Grocery List Alert for Diabetics
With the high number of diabetes diagnoses, more patients are leaning towards cooking at home because of the amount of money it saves. Home-cooked meals can also help patients with controlling their portions.
Not only that, seeking out nutritional advice and healthier options is becoming trendy. Pretty much everyone has a favorite Facebook page on their timeline with healthy recipes and videos that show you step-by-step.
But, when it comes to food and diabetes, it can be tricky. This is why we have gathered the 12 most essential items you need to have on your grocery list.
But, before we get into that. Here's what you need to know about blood sugar management
Type 2 diabetes is the most common form of diabetes and happens when the body is unable to use the insulin produced by the pancreas to regulate blood sugar. Everyone's blood sugar levels rise after eating. If your body is overloaded with carbohydrates that turn into sugars, over time your pancreas is overwhelmed and unable to keep up with the insulin demand your body craves. Hyperglycemia or elevated blood glucose is the result, and this condition is dangerous to the organs in your body. Some of the complications are an increased risk for kidney disease, heart problems, nerve damage, lower leg and foot amputations, plus impaired vision or possible blindness.
Managing type 2 diabetes includes two essential components: Exercise and diet. As more people turn toward home cooked meals, finding healthier options is important. Some of the best foods for combating type 2 diabetes include:
- Non-starchy vegetables: These are the leafy greens loaded with antioxidants, fiber, vitamins, and minerals but low in calories and carbohydrates. These non-starchy vegetables are ideal choices for controlling your blood glucose levels. Fill half your dinner plate with non-starchy vegetables. These can be fresh, canned, or frozen. If you use canned varieties, use no or low-sodium foods and rinse before eating.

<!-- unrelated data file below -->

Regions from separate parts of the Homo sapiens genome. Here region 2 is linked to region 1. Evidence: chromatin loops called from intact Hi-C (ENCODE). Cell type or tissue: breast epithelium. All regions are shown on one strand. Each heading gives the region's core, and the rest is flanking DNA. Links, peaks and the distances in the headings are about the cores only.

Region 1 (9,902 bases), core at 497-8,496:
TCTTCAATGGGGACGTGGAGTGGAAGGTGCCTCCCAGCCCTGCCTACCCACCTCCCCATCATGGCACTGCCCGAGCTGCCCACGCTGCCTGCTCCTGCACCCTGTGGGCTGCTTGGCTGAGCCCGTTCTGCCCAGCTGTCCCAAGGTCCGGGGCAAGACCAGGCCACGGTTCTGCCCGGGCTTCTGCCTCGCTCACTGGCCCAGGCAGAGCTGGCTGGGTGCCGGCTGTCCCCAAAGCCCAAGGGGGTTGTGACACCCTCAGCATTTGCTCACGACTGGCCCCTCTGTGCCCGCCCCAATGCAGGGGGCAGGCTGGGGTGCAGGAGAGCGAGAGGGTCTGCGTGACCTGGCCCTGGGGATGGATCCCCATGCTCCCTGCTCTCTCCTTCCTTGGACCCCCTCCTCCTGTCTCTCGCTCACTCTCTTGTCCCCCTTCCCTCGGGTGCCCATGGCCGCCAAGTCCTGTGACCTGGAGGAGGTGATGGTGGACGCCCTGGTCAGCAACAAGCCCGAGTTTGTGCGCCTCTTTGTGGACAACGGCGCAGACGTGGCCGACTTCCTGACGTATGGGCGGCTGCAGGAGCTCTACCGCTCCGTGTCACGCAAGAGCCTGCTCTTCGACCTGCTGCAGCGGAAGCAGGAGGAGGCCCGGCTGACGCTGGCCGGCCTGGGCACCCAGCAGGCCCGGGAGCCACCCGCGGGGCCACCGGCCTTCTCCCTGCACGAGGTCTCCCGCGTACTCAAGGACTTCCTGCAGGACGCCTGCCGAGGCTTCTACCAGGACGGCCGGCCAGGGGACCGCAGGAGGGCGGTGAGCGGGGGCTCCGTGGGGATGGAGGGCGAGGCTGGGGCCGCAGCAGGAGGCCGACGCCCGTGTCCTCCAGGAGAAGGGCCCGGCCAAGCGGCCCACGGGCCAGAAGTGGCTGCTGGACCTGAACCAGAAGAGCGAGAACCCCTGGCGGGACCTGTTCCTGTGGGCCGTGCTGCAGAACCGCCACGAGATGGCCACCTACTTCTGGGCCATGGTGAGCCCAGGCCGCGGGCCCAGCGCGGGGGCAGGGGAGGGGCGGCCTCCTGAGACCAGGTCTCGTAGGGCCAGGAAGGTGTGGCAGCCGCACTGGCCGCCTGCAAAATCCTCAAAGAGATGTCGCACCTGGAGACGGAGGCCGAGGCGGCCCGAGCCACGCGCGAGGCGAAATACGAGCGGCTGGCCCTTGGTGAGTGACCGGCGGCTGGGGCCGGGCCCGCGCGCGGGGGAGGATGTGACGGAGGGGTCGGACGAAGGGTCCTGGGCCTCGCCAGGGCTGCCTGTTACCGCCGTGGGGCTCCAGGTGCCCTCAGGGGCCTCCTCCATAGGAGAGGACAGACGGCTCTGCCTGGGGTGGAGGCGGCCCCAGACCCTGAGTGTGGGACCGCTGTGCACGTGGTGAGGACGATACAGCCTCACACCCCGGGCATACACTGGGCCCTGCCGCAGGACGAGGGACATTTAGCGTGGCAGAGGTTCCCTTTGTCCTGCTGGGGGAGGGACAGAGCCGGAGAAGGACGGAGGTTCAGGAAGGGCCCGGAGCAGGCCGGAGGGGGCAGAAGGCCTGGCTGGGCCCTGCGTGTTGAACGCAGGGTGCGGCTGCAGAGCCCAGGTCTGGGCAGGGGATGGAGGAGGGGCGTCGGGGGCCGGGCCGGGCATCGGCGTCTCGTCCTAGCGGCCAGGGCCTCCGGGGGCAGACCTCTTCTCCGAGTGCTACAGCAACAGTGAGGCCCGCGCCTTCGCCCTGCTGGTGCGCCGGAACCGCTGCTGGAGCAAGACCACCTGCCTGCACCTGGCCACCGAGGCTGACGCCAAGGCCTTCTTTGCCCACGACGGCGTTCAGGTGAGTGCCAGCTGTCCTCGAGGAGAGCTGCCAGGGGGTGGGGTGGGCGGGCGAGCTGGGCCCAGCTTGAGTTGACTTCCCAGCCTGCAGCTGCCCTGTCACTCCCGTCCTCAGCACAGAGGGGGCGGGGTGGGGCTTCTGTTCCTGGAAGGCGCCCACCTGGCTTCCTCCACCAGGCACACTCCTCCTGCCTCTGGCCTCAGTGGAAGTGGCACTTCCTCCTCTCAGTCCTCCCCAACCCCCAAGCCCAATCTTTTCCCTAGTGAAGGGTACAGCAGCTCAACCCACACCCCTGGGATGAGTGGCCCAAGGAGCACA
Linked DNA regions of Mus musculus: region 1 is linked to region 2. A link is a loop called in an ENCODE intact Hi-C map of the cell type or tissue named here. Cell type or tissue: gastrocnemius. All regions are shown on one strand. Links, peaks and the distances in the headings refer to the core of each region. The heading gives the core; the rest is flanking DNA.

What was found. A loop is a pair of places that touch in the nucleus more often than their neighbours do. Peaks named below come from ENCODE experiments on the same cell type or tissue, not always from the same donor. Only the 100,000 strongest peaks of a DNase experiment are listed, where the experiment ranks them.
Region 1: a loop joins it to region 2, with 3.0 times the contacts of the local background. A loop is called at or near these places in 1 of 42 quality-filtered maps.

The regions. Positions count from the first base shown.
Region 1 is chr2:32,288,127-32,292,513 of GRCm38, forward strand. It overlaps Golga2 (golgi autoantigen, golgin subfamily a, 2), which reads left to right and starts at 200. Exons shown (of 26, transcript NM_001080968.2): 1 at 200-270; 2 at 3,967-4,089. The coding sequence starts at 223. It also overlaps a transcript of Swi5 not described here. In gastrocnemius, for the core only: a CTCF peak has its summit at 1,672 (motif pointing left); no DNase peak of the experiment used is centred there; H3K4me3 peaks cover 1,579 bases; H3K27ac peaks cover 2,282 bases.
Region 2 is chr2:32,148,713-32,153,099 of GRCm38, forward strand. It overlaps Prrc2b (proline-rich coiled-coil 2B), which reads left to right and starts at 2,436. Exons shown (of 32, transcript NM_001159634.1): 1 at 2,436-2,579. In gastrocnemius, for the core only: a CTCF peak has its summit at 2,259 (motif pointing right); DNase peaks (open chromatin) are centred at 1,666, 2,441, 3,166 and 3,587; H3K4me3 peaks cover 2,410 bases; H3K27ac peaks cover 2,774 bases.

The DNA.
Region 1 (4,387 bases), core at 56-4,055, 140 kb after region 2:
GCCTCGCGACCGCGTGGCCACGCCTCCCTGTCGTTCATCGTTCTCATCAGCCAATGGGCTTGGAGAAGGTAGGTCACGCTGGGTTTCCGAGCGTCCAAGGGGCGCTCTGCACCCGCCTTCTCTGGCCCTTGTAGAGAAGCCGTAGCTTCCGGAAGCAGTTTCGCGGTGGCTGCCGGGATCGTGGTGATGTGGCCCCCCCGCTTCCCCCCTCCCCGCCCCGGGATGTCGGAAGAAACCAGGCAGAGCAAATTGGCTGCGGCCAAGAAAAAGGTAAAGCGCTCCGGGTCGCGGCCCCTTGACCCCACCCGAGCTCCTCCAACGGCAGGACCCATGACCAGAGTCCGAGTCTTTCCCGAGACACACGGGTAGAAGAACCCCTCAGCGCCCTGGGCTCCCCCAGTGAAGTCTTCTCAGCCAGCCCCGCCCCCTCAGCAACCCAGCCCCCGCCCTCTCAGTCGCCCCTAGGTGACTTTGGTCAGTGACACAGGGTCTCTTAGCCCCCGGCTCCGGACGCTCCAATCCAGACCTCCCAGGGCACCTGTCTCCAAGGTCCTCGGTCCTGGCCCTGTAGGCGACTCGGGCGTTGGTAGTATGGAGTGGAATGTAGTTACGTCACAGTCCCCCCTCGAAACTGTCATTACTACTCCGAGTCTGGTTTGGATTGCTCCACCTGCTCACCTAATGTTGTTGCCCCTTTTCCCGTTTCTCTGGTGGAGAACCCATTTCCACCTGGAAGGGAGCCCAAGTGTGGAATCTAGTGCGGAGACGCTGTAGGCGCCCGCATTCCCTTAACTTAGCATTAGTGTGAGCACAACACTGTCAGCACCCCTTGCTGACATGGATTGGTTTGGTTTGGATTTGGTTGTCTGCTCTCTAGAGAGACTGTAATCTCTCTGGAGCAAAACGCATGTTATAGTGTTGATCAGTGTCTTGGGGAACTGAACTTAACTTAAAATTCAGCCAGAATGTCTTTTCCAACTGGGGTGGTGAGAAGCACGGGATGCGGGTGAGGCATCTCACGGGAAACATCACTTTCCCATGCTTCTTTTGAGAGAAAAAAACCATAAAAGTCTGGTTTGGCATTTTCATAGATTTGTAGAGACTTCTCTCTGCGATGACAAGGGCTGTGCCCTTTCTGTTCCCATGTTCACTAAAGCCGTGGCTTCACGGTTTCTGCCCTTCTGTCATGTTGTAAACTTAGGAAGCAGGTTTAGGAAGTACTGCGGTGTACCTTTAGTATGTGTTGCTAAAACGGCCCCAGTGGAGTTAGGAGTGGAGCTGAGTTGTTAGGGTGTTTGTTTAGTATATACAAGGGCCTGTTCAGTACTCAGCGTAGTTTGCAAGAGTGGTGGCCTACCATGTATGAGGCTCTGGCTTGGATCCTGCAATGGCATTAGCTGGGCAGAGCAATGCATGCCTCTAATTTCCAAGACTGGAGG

- Oatmeal and whole grains: Diabetes management requires you to pick your grains wisely. Use whole grains with their bran and germ intact. Whole grains contain protein, fiber, minerals, and vitamins. Synthetic processing removes proteins and fibers and makes grains more challenging to eat when controlling sugar levels.
- Soy, beans, and plant-based proteins: Low in fat and rich in fiber, minerals, and vitamins, plant-proteins are nature's powerhouse. They contain as much protein as meats minus the saturated fat and cholesterol content.
- Citrus fruits, berries, and apples: Fruits contribute to carbohydrate intake because of their natural sugars, but they should be a part of a healthy diet. They do contain many essential vitamins and minerals. Berries, citrus fruits, and apples are particularly good diet options for diabetics. They have high fiber and antioxidant properties.
- Foods high in omega-3 fatty acids like nuts and seeds are perfect for a diabetic diet. Nuts, seeds and other foods high in omega-3 fatty acids contain fiber, healthy unsaturated fats, and proteins. They are also low in carbohydrates. Eat nuts and other foods rich in omega-3 fatty acids like fatty fish, walnuts, chia and flax seeds.